Dogme + teacher training?

Working in a pretty well-organised country – not quite the same as Germany, but they are our next door neighbours – it is not easy to incorporate a dogme ‘philosophy’ into our teacher training/trainers. Personally I have never been a great believer in text books although it has to be said they do seem to be improving. But new teachers in the Netherlands are not only often obliged to work with a text book but also generally find it very useful:

  1. your first year as a teacher you still tend to be wobbly with regards to classroom management so a text book provides at least one less factor to think about;
  2. the curriculum is way less pre-determined than the British curriculum, for example, so text books provide some description of line towards the end point (and the end point vaguely resembles the CEFR so is also fairly open to interpretation);
  3. a text book ensures the pupils tend to be getting the same input regardless of the teacher – many teachers are not (fully) qualified, many have had no form of CPD, and in a school with around 2,000 pupils (not uncommon) the text book can prevent huge differences arising between the classes taught by teachers a or b.
That said, I personally like to encourage my students to be critical of the book they get forced into their hands. They are, after all, university postgraduates with a tremendous knowledge of their subject (English) and a steadily increasing knowledge of MFL didactics. These text books have been written for an average class in an average school……the one we all hope to encounter one day! The books tend to be RP based, though there is an inclination to include some ‘accents’ these days. I recently heard a listening exercise of an “American” baseball player – I recognised the voice from a previous life in a recording studio in London and believe me, he was most definitely not American! There was also a ‘Scottish’ girl who supposedly had a Scottish accent – not. But the publishers are trying, they are thinking along the right lines.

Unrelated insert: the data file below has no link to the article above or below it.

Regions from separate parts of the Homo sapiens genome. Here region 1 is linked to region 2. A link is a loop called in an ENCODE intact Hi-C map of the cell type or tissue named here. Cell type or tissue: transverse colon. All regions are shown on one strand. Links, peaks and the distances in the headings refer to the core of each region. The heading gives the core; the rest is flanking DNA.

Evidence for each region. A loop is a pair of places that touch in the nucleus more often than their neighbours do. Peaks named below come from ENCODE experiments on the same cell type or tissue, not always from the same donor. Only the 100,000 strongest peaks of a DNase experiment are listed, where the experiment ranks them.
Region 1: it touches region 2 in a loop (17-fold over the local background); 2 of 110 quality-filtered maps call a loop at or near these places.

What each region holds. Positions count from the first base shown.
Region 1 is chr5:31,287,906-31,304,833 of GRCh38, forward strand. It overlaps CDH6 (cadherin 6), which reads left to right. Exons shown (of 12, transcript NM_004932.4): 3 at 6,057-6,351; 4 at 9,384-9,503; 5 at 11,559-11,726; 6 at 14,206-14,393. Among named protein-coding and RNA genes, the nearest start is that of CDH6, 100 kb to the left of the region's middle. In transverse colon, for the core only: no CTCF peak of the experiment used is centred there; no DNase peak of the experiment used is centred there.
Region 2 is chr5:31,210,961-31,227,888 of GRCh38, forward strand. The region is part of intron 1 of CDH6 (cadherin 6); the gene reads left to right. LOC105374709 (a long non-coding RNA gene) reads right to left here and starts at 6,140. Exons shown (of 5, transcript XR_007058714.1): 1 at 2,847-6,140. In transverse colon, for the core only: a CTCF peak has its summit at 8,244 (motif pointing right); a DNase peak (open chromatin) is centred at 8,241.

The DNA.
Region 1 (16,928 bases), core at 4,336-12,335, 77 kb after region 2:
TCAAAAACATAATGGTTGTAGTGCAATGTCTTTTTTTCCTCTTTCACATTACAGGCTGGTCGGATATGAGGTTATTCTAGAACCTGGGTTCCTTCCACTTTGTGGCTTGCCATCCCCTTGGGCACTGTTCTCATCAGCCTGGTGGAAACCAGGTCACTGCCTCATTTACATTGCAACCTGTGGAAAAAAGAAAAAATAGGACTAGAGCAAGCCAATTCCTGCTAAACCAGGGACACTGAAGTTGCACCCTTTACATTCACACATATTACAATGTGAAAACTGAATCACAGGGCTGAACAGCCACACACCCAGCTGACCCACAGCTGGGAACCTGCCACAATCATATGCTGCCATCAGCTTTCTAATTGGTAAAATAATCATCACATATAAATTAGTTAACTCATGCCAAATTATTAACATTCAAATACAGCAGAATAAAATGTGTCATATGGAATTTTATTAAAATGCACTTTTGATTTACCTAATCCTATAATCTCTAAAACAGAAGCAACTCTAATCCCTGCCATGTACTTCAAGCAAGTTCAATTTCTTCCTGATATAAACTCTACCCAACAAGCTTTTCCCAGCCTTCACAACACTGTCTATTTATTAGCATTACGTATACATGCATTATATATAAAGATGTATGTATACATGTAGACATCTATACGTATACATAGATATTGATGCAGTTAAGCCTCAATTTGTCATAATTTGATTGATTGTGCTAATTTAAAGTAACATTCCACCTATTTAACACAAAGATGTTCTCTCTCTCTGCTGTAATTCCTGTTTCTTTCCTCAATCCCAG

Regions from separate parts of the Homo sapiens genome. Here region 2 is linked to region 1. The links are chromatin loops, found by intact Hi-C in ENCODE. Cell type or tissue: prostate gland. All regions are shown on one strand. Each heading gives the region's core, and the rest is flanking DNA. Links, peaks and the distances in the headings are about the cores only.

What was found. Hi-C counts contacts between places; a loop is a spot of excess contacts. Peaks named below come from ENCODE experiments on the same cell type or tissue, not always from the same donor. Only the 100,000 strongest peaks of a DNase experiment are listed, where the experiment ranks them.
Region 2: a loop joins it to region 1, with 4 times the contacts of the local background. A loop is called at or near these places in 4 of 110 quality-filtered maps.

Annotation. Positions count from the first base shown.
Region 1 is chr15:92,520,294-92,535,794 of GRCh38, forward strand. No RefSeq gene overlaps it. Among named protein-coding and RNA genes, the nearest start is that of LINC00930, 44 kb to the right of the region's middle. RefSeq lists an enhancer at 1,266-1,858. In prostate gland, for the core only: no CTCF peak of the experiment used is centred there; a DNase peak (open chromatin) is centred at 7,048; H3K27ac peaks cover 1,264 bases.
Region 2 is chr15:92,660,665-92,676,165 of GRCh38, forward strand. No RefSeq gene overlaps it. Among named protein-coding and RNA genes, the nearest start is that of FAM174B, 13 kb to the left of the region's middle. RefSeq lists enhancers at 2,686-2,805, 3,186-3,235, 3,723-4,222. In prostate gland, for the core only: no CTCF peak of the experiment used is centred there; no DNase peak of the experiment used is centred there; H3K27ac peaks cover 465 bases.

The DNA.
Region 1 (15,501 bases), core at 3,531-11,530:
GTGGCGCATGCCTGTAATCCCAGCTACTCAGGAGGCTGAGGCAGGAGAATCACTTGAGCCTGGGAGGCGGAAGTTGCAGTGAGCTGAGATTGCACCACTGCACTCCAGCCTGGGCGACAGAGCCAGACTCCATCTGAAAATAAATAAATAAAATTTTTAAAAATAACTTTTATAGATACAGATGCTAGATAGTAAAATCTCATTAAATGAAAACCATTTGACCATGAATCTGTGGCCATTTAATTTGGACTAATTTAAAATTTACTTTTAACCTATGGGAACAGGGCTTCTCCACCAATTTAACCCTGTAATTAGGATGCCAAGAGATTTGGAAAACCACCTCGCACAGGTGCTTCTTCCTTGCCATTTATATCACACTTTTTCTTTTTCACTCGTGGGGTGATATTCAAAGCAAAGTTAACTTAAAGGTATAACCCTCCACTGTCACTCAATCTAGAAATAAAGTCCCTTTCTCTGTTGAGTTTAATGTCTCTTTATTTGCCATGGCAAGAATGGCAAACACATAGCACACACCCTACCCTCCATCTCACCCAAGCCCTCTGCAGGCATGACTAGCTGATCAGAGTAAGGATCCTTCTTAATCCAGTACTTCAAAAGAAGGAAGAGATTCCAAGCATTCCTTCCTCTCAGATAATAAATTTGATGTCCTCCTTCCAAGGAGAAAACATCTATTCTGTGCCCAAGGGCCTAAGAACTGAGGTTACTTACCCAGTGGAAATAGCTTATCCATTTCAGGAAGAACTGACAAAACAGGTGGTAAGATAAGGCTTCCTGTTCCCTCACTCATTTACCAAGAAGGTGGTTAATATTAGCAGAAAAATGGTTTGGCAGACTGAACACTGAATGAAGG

So what does this mean to me? I’m trying out something new. My students all have very different needs. We, as a university teacher training course, have a specific curriculum (input) we need to rub into them. Somewhere along the way we do tend to meet up, but not always ideally. So this is the aim: our next two classes are literature and intercultural education, I want the students to write a short piece on how this is represented in their specific schools (based on a questionnaire I have devised), they will then write out their own lesson plan (already given/to be given) on these two topics, they will then read and summarise the compulsory theory (mainly Kwakernaak and Brown) and will jot down their own vision on these two topics. During class I will get them to bring their papers along and present their ideas to each other in small groups and give them time to give each other feedback. I will try to answer any remaining questions and then, and only then, will I check out my own pre-class notes and see if there’s anything I wanted/needed to cover which has not already been covered. After these two classes I’ll ask the students what they thought – if this is better than the usual way we do things (i.e. they read the theory, we give a traditional lecture, we give some practical ideas, they then go away and see what they can do with it at their own school). In the past I’ve had groups which indicated they preferred being ‘sponges’ and didn’t like to have to “think” during class (and these are future teachers!). Luckily my current groups are game for anything.
Not entirely dogme-esque but my way of bringing the idea of letting go of the coursebook into the teacher training world: the curriculum is set but we can take a closer look at the students’ individual needs and their own starting point. Surely this must also help motivation? Any ideas on pushing it even further will be gratefully appreciated!

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